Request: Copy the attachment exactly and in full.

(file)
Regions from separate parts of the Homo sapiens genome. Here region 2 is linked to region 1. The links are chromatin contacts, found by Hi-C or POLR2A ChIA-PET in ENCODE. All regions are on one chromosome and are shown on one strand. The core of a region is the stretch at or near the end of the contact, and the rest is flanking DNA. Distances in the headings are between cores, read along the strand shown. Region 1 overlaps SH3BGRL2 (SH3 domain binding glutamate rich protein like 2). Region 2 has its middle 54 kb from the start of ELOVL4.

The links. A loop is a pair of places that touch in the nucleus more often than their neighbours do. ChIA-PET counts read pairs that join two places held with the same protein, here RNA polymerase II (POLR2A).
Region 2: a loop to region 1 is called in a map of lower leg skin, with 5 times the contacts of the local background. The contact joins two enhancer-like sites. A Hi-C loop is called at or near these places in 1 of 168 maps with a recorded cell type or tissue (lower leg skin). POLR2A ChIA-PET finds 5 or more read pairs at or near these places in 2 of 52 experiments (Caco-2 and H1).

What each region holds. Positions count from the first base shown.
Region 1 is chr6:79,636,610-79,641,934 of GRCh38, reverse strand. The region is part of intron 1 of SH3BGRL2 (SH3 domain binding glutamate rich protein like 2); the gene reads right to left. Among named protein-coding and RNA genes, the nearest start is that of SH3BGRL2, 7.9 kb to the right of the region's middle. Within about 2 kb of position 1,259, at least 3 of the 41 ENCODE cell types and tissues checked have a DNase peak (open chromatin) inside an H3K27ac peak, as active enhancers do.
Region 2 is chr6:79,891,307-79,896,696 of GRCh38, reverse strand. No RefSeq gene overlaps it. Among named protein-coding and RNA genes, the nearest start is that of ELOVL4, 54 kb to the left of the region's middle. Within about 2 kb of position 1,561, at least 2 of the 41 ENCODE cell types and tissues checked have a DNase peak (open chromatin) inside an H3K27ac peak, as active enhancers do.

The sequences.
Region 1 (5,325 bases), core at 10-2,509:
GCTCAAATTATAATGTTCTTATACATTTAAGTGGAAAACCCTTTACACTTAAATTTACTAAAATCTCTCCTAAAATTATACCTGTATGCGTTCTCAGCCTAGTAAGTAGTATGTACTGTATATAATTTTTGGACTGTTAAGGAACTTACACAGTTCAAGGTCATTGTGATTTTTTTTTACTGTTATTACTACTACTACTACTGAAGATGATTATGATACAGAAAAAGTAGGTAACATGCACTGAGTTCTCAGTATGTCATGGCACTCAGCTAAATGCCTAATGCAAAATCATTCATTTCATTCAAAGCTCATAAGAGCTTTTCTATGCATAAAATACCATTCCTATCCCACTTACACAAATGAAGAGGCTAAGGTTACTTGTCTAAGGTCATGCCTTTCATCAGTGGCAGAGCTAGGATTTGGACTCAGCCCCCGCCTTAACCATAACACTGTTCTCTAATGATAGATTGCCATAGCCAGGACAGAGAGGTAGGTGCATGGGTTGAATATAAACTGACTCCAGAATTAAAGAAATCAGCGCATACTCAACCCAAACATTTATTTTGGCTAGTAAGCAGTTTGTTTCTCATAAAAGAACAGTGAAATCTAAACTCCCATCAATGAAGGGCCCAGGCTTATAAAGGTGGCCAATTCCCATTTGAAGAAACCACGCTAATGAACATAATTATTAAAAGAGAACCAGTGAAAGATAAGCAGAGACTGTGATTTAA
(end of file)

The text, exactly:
Regions from separate parts of the Homo sapiens genome. Here region 2 is linked to region 1. The links are chromatin contacts, found by Hi-C or POLR2A ChIA-PET in ENCODE. All regions are on one chromosome and are shown on one strand. The core of a region is the stretch at or near the end of the contact, and the rest is flanking DNA. Distances in the headings are between cores, read along the strand shown. Region 1 overlaps SH3BGRL2 (SH3 domain binding glutamate rich protein like 2). Region 2 has its middle 54 kb from the start of ELOVL4.

The links. A loop is a pair of places that touch in the nucleus more often than their neighbours do. ChIA-PET counts read pairs that join two places held with the same protein, here RNA polymerase II (POLR2A).
Region 2: a loop to region 1 is called in a map of lower leg skin, with 5 times the contacts of the local background. The contact joins two enhancer-like sites. A Hi-C loop is called at or near these places in 1 of 168 maps with a recorded cell type or tissue (lower leg skin). POLR2A ChIA-PET finds 5 or more read pairs at or near these places in 2 of 52 experiments (Caco-2 and H1).

What each region holds. Positions count from the first base shown.
Region 1 is chr6:79,636,610-79,641,934 of GRCh38, reverse strand. The region is part of intron 1 of SH3BGRL2 (SH3 domain binding glutamate rich protein like 2); the gene reads right to left. Among named protein-coding and RNA genes, the nearest start is that of SH3BGRL2, 7.9 kb to the right of the region's middle. Within about 2 kb of position 1,259, at least 3 of the 41 ENCODE cell types and tissues checked have a DNase peak (open chromatin) inside an H3K27ac peak, as active enhancers do.
Region 2 is chr6:79,891,307-79,896,696 of GRCh38, reverse strand. No RefSeq gene overlaps it. Among named protein-coding and RNA genes, the nearest start is that of ELOVL4, 54 kb to the left of the region's middle. Within about 2 kb of position 1,561, at least 2 of the 41 ENCODE cell types and tissues checked have a DNase peak (open chromatin) inside an H3K27ac peak, as active enhancers do.

The sequences.
Region 1 (5,325 bases), core at 10-2,509:
GCTCAAATTATAATGTTCTTATACATTTAAGTGGAAAACCCTTTACACTTAAATTTACTAAAATCTCTCCTAAAATTATACCTGTATGCGTTCTCAGCCTAGTAAGTAGTATGTACTGTATATAATTTTTGGACTGTTAAGGAACTTACACAGTTCAAGGTCATTGTGATTTTTTTTTACTGTTATTACTACTACTACTACTGAAGATGATTATGATACAGAAAAAGTAGGTAACATGCACTGAGTTCTCAGTATGTCATGGCACTCAGCTAAATGCCTAATGCAAAATCATTCATTTCATTCAAAGCTCATAAGAGCTTTTCTATGCATAAAATACCATTCCTATCCCACTTACACAAATGAAGAGGCTAAGGTTACTTGTCTAAGGTCATGCCTTTCATCAGTGGCAGAGCTAGGATTTGGACTCAGCCCCCGCCTTAACCATAACACTGTTCTCTAATGATAGATTGCCATAGCCAGGACAGAGAGGTAGGTGCATGGGTTGAATATAAACTGACTCCAGAATTAAAGAAATCAGCGCATACTCAACCCAAACATTTATTTTGGCTAGTAAGCAGTTTGTTTCTCATAAAAGAACAGTGAAATCTAAACTCCCATCAATGAAGGGCCCAGGCTTATAAAGGTGGCCAATTCCCATTTGAAGAAACCACGCTAATGAACATAATTATTAAAAGAGAACCAGTGAAAGATAAGCAGAGACTGTGATTTAA